Episode 128 – Geek Girls

September 16, 2011

When we sat down to chat about nerdy girls with Ro Karen of Starbase 66, her infamous Beloved claimed she wasn’t going to say a single word. So we didn’t give her a microphone. That didn’t stop her. At all. Welcome to The Beloved Show.

I noticed something interesting while Googling “geek girls” to get an image for the episode banner. I came across a lot of pictures of girls you could argue are not even remotely geeks or nerds. I would classify them as being hot girls who appear to use cosplay as yet another excuse to bear midriff in public.

Of course, that’s just a superficial reading of their photos. And by “photos” I mean cleavage. But I posit that you could take them out of the vinyl and chrome bikini and they’d probably still have no problem finding someone to sit with at lunch. Isn’t being smoking hot somehow the antithesis of being a geek?

Or is “geek” a connotation of a person’s sphere of interest whereas the term “nerd” specifically refers to a person’s instability to relate to their peers on a social level?

A geek uses Linux and a nerd uses Linux but never leaves their basement where they spend hours on internet forums telling Windows users they’re complete morons?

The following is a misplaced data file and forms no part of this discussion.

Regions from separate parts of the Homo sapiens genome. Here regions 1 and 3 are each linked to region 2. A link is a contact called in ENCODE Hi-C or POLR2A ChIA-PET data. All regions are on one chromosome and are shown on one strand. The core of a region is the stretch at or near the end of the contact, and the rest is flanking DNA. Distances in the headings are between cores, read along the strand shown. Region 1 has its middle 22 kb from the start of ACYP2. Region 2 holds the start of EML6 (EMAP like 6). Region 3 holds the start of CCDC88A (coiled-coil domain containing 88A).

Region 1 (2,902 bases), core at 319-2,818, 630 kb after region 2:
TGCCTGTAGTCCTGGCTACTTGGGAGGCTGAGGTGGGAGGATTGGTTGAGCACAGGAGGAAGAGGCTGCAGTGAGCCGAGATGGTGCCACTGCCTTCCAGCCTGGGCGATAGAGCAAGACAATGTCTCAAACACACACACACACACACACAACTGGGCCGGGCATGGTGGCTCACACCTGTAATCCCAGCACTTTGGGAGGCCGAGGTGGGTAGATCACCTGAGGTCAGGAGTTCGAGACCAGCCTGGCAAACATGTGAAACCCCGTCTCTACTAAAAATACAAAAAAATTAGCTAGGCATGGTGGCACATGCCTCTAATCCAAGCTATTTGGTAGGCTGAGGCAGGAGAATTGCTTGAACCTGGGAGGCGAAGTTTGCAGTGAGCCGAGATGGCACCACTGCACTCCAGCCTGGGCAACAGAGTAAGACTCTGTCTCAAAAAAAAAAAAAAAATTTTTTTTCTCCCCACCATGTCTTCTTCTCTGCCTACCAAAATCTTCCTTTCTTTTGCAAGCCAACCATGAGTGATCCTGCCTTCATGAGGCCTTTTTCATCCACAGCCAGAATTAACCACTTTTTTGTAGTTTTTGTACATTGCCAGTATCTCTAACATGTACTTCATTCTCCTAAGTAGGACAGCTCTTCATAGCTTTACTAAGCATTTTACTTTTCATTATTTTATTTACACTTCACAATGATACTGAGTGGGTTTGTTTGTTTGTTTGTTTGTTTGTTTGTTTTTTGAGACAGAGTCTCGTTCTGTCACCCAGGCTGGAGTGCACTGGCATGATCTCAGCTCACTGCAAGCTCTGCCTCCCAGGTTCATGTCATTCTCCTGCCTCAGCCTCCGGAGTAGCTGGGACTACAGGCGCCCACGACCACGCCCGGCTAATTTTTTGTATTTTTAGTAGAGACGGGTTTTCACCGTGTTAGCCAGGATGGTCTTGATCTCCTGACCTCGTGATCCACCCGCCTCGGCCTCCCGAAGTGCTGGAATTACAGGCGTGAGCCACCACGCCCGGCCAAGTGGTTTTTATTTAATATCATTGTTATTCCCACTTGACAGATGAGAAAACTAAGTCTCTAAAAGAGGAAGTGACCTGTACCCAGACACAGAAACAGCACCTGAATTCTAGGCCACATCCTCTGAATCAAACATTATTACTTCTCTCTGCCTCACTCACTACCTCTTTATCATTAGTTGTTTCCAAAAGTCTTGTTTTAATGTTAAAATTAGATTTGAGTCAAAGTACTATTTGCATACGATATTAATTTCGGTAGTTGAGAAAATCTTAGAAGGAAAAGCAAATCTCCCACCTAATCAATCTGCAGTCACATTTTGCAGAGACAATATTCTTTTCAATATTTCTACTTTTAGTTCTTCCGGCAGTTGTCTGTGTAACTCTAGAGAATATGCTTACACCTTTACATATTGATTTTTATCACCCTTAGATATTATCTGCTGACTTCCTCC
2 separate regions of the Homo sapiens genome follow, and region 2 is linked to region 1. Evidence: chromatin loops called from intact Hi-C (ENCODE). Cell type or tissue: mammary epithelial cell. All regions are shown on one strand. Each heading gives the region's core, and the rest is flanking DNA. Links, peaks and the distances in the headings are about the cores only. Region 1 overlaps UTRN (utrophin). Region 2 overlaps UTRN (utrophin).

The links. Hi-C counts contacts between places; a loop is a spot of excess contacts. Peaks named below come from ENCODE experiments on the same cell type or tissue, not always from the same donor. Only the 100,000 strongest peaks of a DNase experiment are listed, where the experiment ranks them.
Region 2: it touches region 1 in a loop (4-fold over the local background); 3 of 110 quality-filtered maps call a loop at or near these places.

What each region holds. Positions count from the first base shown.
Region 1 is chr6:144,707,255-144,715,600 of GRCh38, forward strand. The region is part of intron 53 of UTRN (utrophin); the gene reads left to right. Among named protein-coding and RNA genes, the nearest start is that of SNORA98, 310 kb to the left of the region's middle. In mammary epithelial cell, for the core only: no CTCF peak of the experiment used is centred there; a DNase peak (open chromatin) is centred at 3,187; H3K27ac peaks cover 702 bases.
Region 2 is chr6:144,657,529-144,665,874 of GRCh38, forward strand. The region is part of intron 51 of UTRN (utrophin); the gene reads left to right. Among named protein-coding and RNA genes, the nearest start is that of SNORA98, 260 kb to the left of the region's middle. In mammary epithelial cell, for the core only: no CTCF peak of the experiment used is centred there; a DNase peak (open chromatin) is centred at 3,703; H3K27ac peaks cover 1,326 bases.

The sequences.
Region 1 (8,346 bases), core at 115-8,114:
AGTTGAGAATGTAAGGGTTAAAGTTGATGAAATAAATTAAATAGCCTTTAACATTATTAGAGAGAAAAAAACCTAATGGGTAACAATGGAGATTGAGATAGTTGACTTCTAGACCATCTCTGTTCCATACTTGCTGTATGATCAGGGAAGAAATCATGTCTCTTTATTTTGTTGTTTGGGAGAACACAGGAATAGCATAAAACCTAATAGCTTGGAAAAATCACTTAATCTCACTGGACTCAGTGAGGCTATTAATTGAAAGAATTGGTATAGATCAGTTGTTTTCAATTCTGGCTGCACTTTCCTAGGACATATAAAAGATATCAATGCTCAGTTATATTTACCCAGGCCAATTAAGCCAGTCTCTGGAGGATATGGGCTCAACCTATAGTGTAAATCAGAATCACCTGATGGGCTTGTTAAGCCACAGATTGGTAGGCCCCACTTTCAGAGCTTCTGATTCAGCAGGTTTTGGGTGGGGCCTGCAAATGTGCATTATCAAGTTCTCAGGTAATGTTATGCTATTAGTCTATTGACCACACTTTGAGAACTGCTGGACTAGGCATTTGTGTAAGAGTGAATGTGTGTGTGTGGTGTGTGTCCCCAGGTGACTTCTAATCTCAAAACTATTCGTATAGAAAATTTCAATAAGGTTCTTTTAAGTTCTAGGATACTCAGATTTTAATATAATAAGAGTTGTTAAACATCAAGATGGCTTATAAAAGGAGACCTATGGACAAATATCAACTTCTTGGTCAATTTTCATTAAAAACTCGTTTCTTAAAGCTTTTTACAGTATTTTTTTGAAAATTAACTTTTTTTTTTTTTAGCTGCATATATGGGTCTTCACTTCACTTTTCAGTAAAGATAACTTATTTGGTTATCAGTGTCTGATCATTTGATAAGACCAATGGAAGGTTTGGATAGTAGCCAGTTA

Perhaps. However you divvy up the nomenclature, geek girls have arrived.

Links:

Beloved’s Dumbass Girl blog.

Nerd Girl Pin-Ups.

Random geek girl blog.

Actual hot geeks, not just models in Superman bikini’s (mostly).


Episode 118 – Bored Games 2 (with Kennedy)

June 24, 2011

Looking over the shownotes of our first board games episode, it seems to me we cover absolutely no new ground in this episode. Except of course this episode contains 100% more Kennedy of the Starbase 66 and Books You Should Read podcasts. And really, any topic would have just been an excuse to hang out and gab.

This was recorded just before the Charlie Sheen #winning explosion and before every single person knew what Angry Birds is all about. Amazing how fast pop culture moves.

Links:

Settlers of Catan

List of Monopoly editions

Possible board game movies

Best movie board games

Kensington


Diamonds in the wine

September 10, 2009

When our Starbase 66 friends came to visit, Kennedy brought some Canadian tetra pak wine (20 Bees) for Karen and her Dearly Beloved which they “forgot” at Mandi’s place. Eventually it ended up at my place and then in our tummies.

Upon emptying the box we noticed it was rattling as if it were full of sand. Dumping this sand out, it appeared to be sand made out of glass. Not sharp, but hard and clear and seemingly non soluble in liquid. In fact we couldn’t see how it could be anything other than glass. Perhaps it had been in the grapes and had been ground down in the grape crushing process. Curious, Mandi sent the winery this letter:

Dear 20 Bees,
 
My partner and I were finishing off a tetra of your 2005 Grower’s red, and were a bit concerned to hear the empty carton rattling. After some inverted shaking we discovered a clear, hard, granular, glass-like substance coming out of the carton.
 
Is this normal, or do we have future careers as glass eaters at a circus?
 
Eagerly awaiting your reply, as the circus is leaving town soon, and we need to know if we should go with them.